Managing director of APM Terminal Poti, Klaus Holm Lawrence and Head of APM Terminals Europe Office, Igor Van den Essen has said that APM Terminals Poti is going to invest between $ 250 and $ 300 million in Georgia.
As they told Georgian news agency BMG, their partner in this project will be Poti New Terminals Consortium (PNTC).
According to BMG, APM Terminal Poti is demanding the transfer of the land (351,056 m2 ) located near Poti port in order to build a new berth.
On 2 May 2019 the Agency for Construction and Technical Supervision of the Ministry of Economy and Sustainable Development of Georgia issued a document of a land use on this territory. Later Minister of Economy and Sustainable Development, Natia Turnava abolished this order.
“First of all, I would like to say that the document, which was issued, is not a construction permit; it is a so-called preliminary use document of a land use, which was issued by one of our agencies, in particular, by the order of the head of the Agency for Construction and Technical Supervision, but this issue has not been agreed with any member of the government, including me. In addition, as it turned out, that there are procedural violations on the basis of which this document was issued; therefore, today we have made a decision and this document has been cancelled. And the head of the agency has been dismissed”, Turnava said.at a briefing on May 30.
After this fact, APM Terminal Poti demanded an inter-departmental inquiry from the Economy Ministry, which, according to Claus Lawrence, is still ongoing.
As Igor Van den Essen said he had arrived in Georgia to hold meeting with representatives of the Georgian government. “I am going to meet Minister Natia Turnava this week,” he added.
APM Terminals Poti leadership said that the project plan entails a 13- 14.5-meter water depth at the 700-meter quay wall and 25 hectares of dedicated land for the bulk operation for yard and covered storage facilities for various cargo types, including grain, ore, and minerals.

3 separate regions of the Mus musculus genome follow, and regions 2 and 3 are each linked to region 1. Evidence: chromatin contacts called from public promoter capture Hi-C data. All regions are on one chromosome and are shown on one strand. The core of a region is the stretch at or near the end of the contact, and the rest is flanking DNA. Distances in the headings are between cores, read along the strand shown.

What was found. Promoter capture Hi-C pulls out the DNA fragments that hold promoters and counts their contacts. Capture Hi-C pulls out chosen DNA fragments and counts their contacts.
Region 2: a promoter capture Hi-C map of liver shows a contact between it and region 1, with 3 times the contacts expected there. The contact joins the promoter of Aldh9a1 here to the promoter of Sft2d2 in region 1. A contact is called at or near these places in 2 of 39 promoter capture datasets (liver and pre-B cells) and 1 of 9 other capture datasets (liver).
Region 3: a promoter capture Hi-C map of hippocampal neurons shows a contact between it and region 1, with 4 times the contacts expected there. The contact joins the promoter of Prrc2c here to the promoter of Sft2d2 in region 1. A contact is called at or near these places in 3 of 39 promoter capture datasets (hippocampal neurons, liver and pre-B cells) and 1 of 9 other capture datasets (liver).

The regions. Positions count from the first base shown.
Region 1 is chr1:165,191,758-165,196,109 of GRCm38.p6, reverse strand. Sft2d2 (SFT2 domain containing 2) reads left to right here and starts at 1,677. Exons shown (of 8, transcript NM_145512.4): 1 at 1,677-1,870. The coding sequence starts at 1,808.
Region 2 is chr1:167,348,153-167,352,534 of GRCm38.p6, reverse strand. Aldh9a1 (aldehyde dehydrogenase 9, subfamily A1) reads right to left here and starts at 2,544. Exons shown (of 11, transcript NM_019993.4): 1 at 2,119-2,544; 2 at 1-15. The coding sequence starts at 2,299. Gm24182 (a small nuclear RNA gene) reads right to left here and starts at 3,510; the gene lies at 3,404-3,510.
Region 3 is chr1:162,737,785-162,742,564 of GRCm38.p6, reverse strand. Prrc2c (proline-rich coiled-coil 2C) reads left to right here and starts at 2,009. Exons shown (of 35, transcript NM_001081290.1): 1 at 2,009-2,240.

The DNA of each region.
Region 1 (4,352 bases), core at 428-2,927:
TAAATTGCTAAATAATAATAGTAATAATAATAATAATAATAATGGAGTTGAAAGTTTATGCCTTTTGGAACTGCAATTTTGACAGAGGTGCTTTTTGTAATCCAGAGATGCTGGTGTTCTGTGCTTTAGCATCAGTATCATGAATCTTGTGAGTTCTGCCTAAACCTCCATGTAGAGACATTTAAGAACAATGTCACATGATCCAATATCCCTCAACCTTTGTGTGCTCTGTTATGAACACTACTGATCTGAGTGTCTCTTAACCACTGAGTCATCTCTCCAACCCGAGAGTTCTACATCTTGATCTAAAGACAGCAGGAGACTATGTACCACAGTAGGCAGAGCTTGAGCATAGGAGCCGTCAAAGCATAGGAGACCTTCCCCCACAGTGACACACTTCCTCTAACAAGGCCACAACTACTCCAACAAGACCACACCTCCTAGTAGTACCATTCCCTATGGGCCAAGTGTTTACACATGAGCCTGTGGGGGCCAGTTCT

When asked by BMG, “Why did the company decide to build a new terminal when it didn't see the need of this in the past?”, Klaus Holm Lawrence said: “due to the increased cargo turnover”. But despite this increase, Lawrence thinks that “there is not enough cargo for two ports in the country”.
“The new bulk port will handle cargo lots up to 60.000 tons / vessel. We did a very detailed analysis of expected cargo turnover and made a decision to invest between $ 250 and $ 300 million to build a new berth in Georgia. Based on our analysis, we do not see that there are volumes of cargo needed for the operation of two ports in Georgia,” Igor Van den Essen said.
When asked by BMG, “As for the port of Anaklia, how would you see the synergy between the two new ports?” Igor Van den Essen stated:
“As I stated before, we don't see the amount of cargo that can support two new port projects. However, of course, if we have equal opportunities, we welcome such healthy competition. Competition is always useful, but I would say that we simply do not see the appropriate volume of cargo, that is our analysis”.
When asked by BMG, “Who are your partners and what kind of participation are you talking about?”, Klaus Holm Lawrence said: “Poti New Terminals Consortium (PNTC) is our partner. They are looking for investors to build a new terminal. Under the partnership plan, they will perform the functions of a dry bulk access operator”.
“As for my statement about the deep sea port, it relates to the geographical limits that the Black Sea has. Only ships of limited size can cross the Bosphorus Strait, Also the size of the market and the logistical relationship with global trade is such that there is no need for particularly large container ships to move in this region. You do not need a port which depth is 16-18 meters. We probably won't see a ship coming to Georgia for many more years with a cargo capacity of over 4500 TEU,” he said.
APM Terminals Poti leadership also said that the term "deep-sea" port itself is a relative term and that there is no exact definition.
“The Black Sea has geographical limits, due to which vessels larger than 300 meters practically don’t enter on the Bosphorus Strait. Because of this, building a new berth which will be more than 14.5-meter deep, may not be a justified investment,” Klaus Holm Lawrence added.